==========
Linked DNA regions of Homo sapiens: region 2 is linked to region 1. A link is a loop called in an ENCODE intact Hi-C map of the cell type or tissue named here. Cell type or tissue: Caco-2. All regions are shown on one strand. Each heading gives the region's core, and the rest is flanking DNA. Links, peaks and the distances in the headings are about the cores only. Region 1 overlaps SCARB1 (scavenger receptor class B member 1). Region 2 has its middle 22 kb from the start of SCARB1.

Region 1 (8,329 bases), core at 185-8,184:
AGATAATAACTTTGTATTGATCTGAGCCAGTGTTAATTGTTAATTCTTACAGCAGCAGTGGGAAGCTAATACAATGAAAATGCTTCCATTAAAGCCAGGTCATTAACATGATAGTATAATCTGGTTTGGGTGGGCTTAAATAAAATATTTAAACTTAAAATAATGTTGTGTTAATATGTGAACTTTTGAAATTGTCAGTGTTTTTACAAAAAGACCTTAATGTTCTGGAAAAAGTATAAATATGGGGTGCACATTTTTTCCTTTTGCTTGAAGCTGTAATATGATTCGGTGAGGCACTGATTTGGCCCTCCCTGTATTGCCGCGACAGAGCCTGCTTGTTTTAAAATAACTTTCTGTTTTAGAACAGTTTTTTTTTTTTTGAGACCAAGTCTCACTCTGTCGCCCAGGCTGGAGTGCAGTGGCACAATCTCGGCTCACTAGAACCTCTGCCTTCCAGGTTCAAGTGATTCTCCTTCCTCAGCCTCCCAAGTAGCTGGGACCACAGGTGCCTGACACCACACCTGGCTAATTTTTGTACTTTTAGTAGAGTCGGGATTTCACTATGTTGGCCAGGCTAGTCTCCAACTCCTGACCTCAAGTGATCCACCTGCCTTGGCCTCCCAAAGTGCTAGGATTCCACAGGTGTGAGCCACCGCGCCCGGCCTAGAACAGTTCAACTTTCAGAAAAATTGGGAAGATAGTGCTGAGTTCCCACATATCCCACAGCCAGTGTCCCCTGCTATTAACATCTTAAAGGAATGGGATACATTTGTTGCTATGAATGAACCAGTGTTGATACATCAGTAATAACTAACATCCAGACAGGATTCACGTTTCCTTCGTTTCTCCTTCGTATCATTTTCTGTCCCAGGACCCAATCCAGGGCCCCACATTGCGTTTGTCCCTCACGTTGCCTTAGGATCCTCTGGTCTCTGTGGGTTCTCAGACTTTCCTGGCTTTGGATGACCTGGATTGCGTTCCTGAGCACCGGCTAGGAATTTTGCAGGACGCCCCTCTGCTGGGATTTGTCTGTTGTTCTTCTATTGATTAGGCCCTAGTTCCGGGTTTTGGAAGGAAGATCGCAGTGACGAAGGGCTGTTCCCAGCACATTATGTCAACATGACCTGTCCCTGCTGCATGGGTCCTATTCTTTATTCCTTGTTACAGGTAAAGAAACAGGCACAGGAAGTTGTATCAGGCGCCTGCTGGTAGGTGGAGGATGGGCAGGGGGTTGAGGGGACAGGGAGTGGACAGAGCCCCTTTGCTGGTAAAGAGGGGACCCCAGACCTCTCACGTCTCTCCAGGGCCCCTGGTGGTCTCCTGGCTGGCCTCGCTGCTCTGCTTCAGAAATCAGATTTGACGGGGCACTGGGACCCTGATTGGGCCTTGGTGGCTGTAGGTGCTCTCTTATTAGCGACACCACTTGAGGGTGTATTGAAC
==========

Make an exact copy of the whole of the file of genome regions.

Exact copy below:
Linked DNA regions of Homo sapiens: region 2 is linked to region 1. A link is a loop called in an ENCODE intact Hi-C map of the cell type or tissue named here. Cell type or tissue: Caco-2. All regions are shown on one strand. Each heading gives the region's core, and the rest is flanking DNA. Links, peaks and the distances in the headings are about the cores only. Region 1 overlaps SCARB1 (scavenger receptor class B member 1). Region 2 has its middle 22 kb from the start of SCARB1.

Region 1 (8,329 bases), core at 185-8,184:
AGATAATAACTTTGTATTGATCTGAGCCAGTGTTAATTGTTAATTCTTACAGCAGCAGTGGGAAGCTAATACAATGAAAATGCTTCCATTAAAGCCAGGTCATTAACATGATAGTATAATCTGGTTTGGGTGGGCTTAAATAAAATATTTAAACTTAAAATAATGTTGTGTTAATATGTGAACTTTTGAAATTGTCAGTGTTTTTACAAAAAGACCTTAATGTTCTGGAAAAAGTATAAATATGGGGTGCACATTTTTTCCTTTTGCTTGAAGCTGTAATATGATTCGGTGAGGCACTGATTTGGCCCTCCCTGTATTGCCGCGACAGAGCCTGCTTGTTTTAAAATAACTTTCTGTTTTAGAACAGTTTTTTTTTTTTTGAGACCAAGTCTCACTCTGTCGCCCAGGCTGGAGTGCAGTGGCACAATCTCGGCTCACTAGAACCTCTGCCTTCCAGGTTCAAGTGATTCTCCTTCCTCAGCCTCCCAAGTAGCTGGGACCACAGGTGCCTGACACCACACCTGGCTAATTTTTGTACTTTTAGTAGAGTCGGGATTTCACTATGTTGGCCAGGCTAGTCTCCAACTCCTGACCTCAAGTGATCCACCTGCCTTGGCCTCCCAAAGTGCTAGGATTCCACAGGTGTGAGCCACCGCGCCCGGCCTAGAACAGTTCAACTTTCAGAAAAATTGGGAAGATAGTGCTGAGTTCCCACATATCCCACAGCCAGTGTCCCCTGCTATTAACATCTTAAAGGAATGGGATACATTTGTTGCTATGAATGAACCAGTGTTGATACATCAGTAATAACTAACATCCAGACAGGATTCACGTTTCCTTCGTTTCTCCTTCGTATCATTTTCTGTCCCAGGACCCAATCCAGGGCCCCACATTGCGTTTGTCCCTCACGTTGCCTTAGGATCCTCTGGTCTCTGTGGGTTCTCAGACTTTCCTGGCTTTGGATGACCTGGATTGCGTTCCTGAGCACCGGCTAGGAATTTTGCAGGACGCCCCTCTGCTGGGATTTGTCTGTTGTTCTTCTATTGATTAGGCCCTAGTTCCGGGTTTTGGAAGGAAGATCGCAGTGACGAAGGGCTGTTCCCAGCACATTATGTCAACATGACCTGTCCCTGCTGCATGGGTCCTATTCTTTATTCCTTGTTACAGGTAAAGAAACAGGCACAGGAAGTTGTATCAGGCGCCTGCTGGTAGGTGGAGGATGGGCAGGGGGTTGAGGGGACAGGGAGTGGACAGAGCCCCTTTGCTGGTAAAGAGGGGACCCCAGACCTCTCACGTCTCTCCAGGGCCCCTGGTGGTCTCCTGGCTGGCCTCGCTGCTCTGCTTCAGAAATCAGATTTGACGGGGCACTGGGACCCTGATTGGGCCTTGGTGGCTGTAGGTGCTCTCTTATTAGCGACACCACTTGAGGGTGTATTGAAC